A vacant 62-year-old house in the Ramona Grasslands Preserve built by Ramona Municipal Water District Director Darrell Beck and his father, Frank, may become a park ranger residence for the county-owned preserve.
Beck said he helped his father build the house during the summer between his junior and senior years in high school.
“It was called Eagle Ranch at the time,” said Beck. “I was just kind of learning the trade at the time.”
Trish Boaz, chief of resource management for the county’s Parks and Recreation Department, pointed out the boarded-up light yellow structure during the emergency evacuation route open house on Nov. 1. The dirt road proposed for evacuation passes by the house, which sits on a knoll with a view of the grasslands.
Beck recalled that the house was built of cement blocks.
For about 10 years after World War II, Beck said, cement block houses and buildings were popular. Although a little more expensive than frame to build, Beck said the blocks provide better installation.
He remembered clearing the pad for the house.
“It was an old Indian campsite,” he said, adding that metates and manos were among artifacts found.
The ranger residence is part of the county’s proposal for more public access to the preserve, said Boaz.
The knoll would serve as an overlook for the public and offer picnic tables, she said.
“Our plan is to open the public access in phases,” said Boaz.
The plan includes a staging area with visitor parking off Montecito Way, a ranger station/interpretive center, and renovating old rodeo grounds for a horse arena. The arena could be used to exercise horses, or to warm them up or cool them down before or after rides on non-motorized multi-use trails in the preserve, said Boaz.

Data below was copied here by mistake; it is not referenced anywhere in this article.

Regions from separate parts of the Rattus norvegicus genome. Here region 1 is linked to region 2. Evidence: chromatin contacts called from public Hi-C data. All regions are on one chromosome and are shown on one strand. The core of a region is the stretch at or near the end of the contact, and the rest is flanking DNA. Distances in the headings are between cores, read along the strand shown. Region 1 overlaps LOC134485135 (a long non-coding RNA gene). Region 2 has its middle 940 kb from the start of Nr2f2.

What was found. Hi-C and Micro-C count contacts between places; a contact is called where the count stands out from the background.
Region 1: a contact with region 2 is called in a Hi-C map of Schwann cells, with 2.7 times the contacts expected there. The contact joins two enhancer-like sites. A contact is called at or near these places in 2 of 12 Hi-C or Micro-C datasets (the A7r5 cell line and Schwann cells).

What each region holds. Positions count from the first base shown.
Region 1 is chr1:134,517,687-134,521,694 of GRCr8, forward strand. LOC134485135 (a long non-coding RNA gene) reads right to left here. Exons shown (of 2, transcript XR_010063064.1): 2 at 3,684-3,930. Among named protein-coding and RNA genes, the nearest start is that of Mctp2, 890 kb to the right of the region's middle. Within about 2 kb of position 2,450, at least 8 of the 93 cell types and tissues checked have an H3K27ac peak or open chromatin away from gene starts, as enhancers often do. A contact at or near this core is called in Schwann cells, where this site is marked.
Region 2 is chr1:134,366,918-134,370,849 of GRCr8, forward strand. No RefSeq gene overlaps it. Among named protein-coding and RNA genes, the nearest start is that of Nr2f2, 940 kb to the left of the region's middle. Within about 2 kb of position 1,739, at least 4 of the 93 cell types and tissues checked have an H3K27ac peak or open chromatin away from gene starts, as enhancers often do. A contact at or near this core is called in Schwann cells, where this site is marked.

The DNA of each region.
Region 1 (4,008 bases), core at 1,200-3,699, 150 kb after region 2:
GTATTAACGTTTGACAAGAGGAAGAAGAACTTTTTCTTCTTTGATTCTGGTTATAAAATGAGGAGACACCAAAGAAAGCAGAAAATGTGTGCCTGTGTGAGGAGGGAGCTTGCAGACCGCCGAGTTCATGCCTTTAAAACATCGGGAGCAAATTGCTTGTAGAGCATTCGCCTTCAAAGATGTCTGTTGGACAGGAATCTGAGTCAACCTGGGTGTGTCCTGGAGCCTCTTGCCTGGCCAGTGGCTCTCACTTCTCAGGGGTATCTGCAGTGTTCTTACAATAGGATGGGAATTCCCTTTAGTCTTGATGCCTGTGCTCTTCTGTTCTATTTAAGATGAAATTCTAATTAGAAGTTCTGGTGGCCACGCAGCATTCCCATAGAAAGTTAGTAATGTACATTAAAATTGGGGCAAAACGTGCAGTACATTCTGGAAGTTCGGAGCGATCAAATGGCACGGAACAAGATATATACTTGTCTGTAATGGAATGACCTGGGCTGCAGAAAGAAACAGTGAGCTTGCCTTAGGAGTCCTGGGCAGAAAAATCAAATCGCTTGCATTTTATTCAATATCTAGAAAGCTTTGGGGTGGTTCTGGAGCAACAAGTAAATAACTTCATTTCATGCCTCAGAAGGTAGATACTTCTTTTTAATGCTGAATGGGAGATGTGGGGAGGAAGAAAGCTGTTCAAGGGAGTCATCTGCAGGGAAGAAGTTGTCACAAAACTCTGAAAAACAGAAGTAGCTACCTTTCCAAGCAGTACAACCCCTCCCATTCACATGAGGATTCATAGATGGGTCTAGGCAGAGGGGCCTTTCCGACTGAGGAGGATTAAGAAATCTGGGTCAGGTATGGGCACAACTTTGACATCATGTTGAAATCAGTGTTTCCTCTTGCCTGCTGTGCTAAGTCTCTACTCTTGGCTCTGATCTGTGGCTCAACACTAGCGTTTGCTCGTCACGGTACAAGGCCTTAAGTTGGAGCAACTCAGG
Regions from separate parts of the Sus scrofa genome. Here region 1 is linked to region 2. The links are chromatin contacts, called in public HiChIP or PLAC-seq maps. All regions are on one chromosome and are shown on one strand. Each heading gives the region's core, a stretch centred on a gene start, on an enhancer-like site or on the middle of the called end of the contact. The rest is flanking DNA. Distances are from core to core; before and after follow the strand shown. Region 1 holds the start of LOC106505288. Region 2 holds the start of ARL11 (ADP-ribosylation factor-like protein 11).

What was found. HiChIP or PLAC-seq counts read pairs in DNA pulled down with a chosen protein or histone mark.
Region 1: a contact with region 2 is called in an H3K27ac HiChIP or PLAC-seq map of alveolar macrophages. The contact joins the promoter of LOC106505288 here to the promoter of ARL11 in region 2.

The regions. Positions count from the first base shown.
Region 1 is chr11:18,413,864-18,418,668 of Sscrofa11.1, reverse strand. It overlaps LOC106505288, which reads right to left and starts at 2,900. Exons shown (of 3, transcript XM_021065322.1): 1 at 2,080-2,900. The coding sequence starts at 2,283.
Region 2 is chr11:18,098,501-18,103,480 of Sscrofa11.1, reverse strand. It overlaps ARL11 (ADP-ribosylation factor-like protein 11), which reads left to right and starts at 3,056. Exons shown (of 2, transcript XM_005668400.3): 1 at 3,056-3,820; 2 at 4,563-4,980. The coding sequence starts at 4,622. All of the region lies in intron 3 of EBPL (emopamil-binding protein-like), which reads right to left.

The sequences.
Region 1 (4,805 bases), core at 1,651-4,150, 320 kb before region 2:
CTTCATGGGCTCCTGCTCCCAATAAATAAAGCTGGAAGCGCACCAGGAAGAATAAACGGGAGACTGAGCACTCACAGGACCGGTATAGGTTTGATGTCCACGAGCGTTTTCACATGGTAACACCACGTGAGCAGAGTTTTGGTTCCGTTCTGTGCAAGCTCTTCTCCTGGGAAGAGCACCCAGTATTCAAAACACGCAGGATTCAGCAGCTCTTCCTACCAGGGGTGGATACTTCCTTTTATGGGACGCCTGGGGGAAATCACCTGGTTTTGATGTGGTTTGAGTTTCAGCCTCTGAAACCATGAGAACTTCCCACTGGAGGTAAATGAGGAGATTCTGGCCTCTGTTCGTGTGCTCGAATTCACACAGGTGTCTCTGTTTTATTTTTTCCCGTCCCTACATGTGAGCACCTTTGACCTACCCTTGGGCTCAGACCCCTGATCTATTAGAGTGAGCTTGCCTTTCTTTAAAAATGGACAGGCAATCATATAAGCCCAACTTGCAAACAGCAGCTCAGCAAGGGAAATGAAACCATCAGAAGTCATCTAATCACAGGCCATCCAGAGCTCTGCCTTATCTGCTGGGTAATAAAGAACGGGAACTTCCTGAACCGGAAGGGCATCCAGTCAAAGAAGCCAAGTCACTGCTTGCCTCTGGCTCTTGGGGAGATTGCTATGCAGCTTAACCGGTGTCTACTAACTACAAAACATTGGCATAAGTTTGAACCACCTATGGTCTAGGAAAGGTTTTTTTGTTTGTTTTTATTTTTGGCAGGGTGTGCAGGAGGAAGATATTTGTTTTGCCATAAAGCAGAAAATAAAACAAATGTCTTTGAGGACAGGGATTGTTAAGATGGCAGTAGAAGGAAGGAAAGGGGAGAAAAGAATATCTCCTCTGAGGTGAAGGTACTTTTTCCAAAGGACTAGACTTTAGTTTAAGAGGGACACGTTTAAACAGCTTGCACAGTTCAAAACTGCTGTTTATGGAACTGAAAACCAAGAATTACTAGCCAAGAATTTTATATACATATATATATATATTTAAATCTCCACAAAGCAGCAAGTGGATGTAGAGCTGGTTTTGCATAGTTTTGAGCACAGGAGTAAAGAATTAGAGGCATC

Members of the Ramona Trails Association have been volunteering their time to clean and renovate the old arena. A dilapidated barn and house sitting at that site will be demolished, according to Boaz. That house, she said, has no foundation and is uninhabitable.
“There is no possible way to restore it. We would place an alternate structure,” she said.
The county parks proposal has received some resistance from wildlife agencies and residents who don’t want the plans to impact wildlife. Boaz said they are trying to find resolutions to the concerns that were received following the release of the mitigated negative declaration a year ago.
“We will revise the mitigated neg dec as appropriate,” she said.
Noting that she recently saw golden and bald eagles on the grasslands, Boaz said, “It’s just an incredible area for wildlife. We would not want to do anything to impact the viability of those species.”
She said the parks department anticipates taking the proposal to the board of supervisors for approval early next year. If approved, the first phase, which would include signage and mitigation, would begin in the summer to fall of 2013, she said.